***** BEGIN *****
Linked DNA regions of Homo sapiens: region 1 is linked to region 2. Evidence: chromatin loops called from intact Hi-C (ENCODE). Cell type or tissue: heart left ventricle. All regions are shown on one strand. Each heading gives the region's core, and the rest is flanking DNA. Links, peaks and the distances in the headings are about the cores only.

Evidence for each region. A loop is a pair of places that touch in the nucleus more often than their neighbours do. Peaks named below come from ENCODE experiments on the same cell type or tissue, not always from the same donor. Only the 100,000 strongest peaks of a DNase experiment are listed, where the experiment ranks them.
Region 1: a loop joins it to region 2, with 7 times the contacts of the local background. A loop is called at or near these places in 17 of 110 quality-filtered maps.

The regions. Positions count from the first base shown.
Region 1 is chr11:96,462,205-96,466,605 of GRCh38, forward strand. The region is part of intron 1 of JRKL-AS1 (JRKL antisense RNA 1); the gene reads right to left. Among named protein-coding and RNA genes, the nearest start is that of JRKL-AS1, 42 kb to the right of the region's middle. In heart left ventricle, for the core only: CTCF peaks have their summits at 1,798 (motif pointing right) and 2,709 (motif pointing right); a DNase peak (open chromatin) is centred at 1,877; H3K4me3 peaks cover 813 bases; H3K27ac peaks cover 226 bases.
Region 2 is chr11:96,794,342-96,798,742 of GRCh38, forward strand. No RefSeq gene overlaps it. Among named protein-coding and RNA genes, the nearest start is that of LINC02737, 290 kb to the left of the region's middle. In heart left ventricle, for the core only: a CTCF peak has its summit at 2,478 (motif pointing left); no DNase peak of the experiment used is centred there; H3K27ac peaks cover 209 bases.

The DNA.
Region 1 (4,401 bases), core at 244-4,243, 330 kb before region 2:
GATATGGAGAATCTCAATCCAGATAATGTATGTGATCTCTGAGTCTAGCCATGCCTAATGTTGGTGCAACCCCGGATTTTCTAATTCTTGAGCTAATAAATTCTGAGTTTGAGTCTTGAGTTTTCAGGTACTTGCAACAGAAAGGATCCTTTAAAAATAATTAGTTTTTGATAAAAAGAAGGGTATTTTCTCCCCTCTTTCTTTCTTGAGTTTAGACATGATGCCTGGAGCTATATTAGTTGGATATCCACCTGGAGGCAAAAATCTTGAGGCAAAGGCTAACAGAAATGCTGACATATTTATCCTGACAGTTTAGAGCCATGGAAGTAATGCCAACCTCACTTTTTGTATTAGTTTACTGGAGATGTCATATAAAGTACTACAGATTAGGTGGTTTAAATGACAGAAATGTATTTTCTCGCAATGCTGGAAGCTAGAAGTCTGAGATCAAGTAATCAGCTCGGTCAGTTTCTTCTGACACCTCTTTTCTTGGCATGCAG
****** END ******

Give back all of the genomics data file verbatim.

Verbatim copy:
Linked DNA regions of Homo sapiens: region 1 is linked to region 2. Evidence: chromatin loops called from intact Hi-C (ENCODE). Cell type or tissue: heart left ventricle. All regions are shown on one strand. Each heading gives the region's core, and the rest is flanking DNA. Links, peaks and the distances in the headings are about the cores only.

Evidence for each region. A loop is a pair of places that touch in the nucleus more often than their neighbours do. Peaks named below come from ENCODE experiments on the same cell type or tissue, not always from the same donor. Only the 100,000 strongest peaks of a DNase experiment are listed, where the experiment ranks them.
Region 1: a loop joins it to region 2, with 7 times the contacts of the local background. A loop is called at or near these places in 17 of 110 quality-filtered maps.

The regions. Positions count from the first base shown.
Region 1 is chr11:96,462,205-96,466,605 of GRCh38, forward strand. The region is part of intron 1 of JRKL-AS1 (JRKL antisense RNA 1); the gene reads right to left. Among named protein-coding and RNA genes, the nearest start is that of JRKL-AS1, 42 kb to the right of the region's middle. In heart left ventricle, for the core only: CTCF peaks have their summits at 1,798 (motif pointing right) and 2,709 (motif pointing right); a DNase peak (open chromatin) is centred at 1,877; H3K4me3 peaks cover 813 bases; H3K27ac peaks cover 226 bases.
Region 2 is chr11:96,794,342-96,798,742 of GRCh38, forward strand. No RefSeq gene overlaps it. Among named protein-coding and RNA genes, the nearest start is that of LINC02737, 290 kb to the left of the region's middle. In heart left ventricle, for the core only: a CTCF peak has its summit at 2,478 (motif pointing left); no DNase peak of the experiment used is centred there; H3K27ac peaks cover 209 bases.

The DNA.
Region 1 (4,401 bases), core at 244-4,243, 330 kb before region 2:
GATATGGAGAATCTCAATCCAGATAATGTATGTGATCTCTGAGTCTAGCCATGCCTAATGTTGGTGCAACCCCGGATTTTCTAATTCTTGAGCTAATAAATTCTGAGTTTGAGTCTTGAGTTTTCAGGTACTTGCAACAGAAAGGATCCTTTAAAAATAATTAGTTTTTGATAAAAAGAAGGGTATTTTCTCCCCTCTTTCTTTCTTGAGTTTAGACATGATGCCTGGAGCTATATTAGTTGGATATCCACCTGGAGGCAAAAATCTTGAGGCAAAGGCTAACAGAAATGCTGACATATTTATCCTGACAGTTTAGAGCCATGGAAGTAATGCCAACCTCACTTTTTGTATTAGTTTACTGGAGATGTCATATAAAGTACTACAGATTAGGTGGTTTAAATGACAGAAATGTATTTTCTCGCAATGCTGGAAGCTAGAAGTCTGAGATCAAGTAATCAGCTCGGTCAGTTTCTTCTGACACCTCTTTTCTTGGCATGCAG